Friday, August 8, 2014

The Witches of East End by Melissa De La Cruz

Title: The Witches of East End
Series: Beauchamp Family Series Book #1
Genre: Fantasy/Paranormal
Author: Melissa De La Cruz
Published: 2011 by Hyperion
272 Pages
I Got It:
I Read It: August 5 - August 7, 2014
I Rated It: 4/5 Stars

Joanna Beauchamp and her two daughters, Freya and Ingrid, live in a quaint coastal town in New York. The three women seem to lead average lives yet they actually harbor a long-standing secret: they are powerful witches who have been banned from using their magic. Over the course of the book events happen that slowly encourage all three women to break the rules and begin using their magic again to unlock a centuries-old secret. 
I really liked this book. I found it to be very reminiscent of Practical Magic by Alice Hoffman which is one of my favorite books of all time. It was a fun, fast-paced and compelling read. Over the past few weeks I had been sliding my way into a reading slump. I was not enjoying anything that I was reading and I was not excited to start anything new. I realized that I was craving something in the paranormal/fantasy genre and this book hit the spot.
I liked all of the characters in the book. I especially enjoyed the three Beauchamp women and I really related to Ingrid. I felt like all of the characters were fully fleshed out and i am excited to see how they will continue to develop over the next few books. 
This book series has been turned into a TV show on Lifetime. I started watching the television show which is actually pretty different from the book, at least it is different from this first book, but the show is still good in its own right. 
I liked the beginning a lot more than I liked the ending. It took a weird spin towards the end that I didn't enjoy. There were too many references to events in the previous lives of the women that didn't get fully explained or resolved which was confusing and annoying. This was especially true in the last 1/3 of the book.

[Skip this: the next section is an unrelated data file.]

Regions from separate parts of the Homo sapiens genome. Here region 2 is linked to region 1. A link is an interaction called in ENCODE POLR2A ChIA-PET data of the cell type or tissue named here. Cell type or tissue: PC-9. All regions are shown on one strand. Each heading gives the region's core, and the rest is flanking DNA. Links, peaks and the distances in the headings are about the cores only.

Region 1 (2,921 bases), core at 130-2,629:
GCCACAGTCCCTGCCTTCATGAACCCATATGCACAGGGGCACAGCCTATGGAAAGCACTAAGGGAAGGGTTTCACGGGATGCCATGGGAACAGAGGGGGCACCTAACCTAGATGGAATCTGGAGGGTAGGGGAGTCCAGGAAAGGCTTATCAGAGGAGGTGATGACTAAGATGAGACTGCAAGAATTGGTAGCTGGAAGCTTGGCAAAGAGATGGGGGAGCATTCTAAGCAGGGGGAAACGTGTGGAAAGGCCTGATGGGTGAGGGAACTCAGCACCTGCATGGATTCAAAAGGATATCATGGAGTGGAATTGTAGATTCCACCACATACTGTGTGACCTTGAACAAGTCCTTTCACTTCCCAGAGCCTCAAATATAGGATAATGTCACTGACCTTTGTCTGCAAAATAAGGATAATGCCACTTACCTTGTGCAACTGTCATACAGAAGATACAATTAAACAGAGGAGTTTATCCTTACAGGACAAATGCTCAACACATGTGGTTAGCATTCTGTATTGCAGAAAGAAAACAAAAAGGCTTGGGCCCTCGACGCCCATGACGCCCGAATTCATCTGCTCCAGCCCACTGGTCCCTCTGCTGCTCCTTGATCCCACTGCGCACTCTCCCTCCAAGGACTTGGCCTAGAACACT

I am excited to read the rest of the series and to start De La Cruz's Blue Bloods series as well. 
I would recommend this book to fans of witch stories, fans of paranormal books and to both young adult and adult readers. 
4/5 stars

Gone Girl by Gilllian Flynn

Title: Gone Girl
Series: Stand Alone
Genre: Suspense/Thriller/Mystery
Author: Gillian Flynn
Published: 2012 By Broadway Books
Awards: Romantic Times Reviewers Choice Award for Best Suspense/Thriller; GoodReads Choice Award for Best Mystery & Thriller
Pages: 422
I Got It: Borrowed from a family member
I Read It: July 20 - July 24, 2014
I Rated It: 2.5 Stars

I cannot join the hugely huge group of people who loved this book. I did not love this book. I didn't even like this book (mostly). What I did like about this book was Gillian Flynn's writing style and that is the only thing that allowed me to give this book a 2.5 rating. I cannot for the life of me figure out why there is so much hype surrounding this book! I wish that I could say that people are loving it because of Flynn's way of writing, but I highly doubt that is the reason this book stayed on the NYT Bestsellers List for so long. I am excited to see the movie and how it will be adapted to the screen, especially since a large majority of the book is entries from Amy's diary. 

Amy is a spoiled rich girl whose parents made a fortune from writing a series of children's books based on Amy- the Amazing Amy Series. Being raised completely opposite is Amy's husband Nick who is now having to care for his ailing parents (Alzheimer's (dad) and Cancer (mom)). After the couple both loose their jobs they make the decision to leave NYC and move back to Nick's small hometown in Missouri to help care for his parents. 

This book is a macabre, psychological suspense thriller that majorly messed with my mind. I found myself feeling disgusted the entire time I read. Gone Girl gave me a sense of urgency as I read it. Though I did not enjoy it overall, I did feel a compulsion to continue reading, and at a quick pace. I had to know what was going on? What will happen next? Why is this happening? I had a very difficult time relating to any of the characters in the book. Adding to that, I also had major trouble cheering for any of the characters. I found myself not caring one way or another what happened to them. The alternating POV chapters between Nick and Amy allows readers to see just how equally disturbing the two individuals truly are. I especially hated the ending, though to avoid spoilers, I won't reveal anything about it other than the fact that I simply abhorred it. 
Let me reiterate here: Flynn's writing is excellent. Her writing never ebbs its way into cliche or overblown territory like a lot of mystery novels seem to do. Flynn has an amazing gift for blooming her characters into fully rounded, three-dimensional people and the writing flowed very well. Though I really disliked the subject matter of book, I do want to read another of her books since the writing was so exquisite. 
I would recommend Gone Girl to adult fans of suspense, thrillers, and mind games.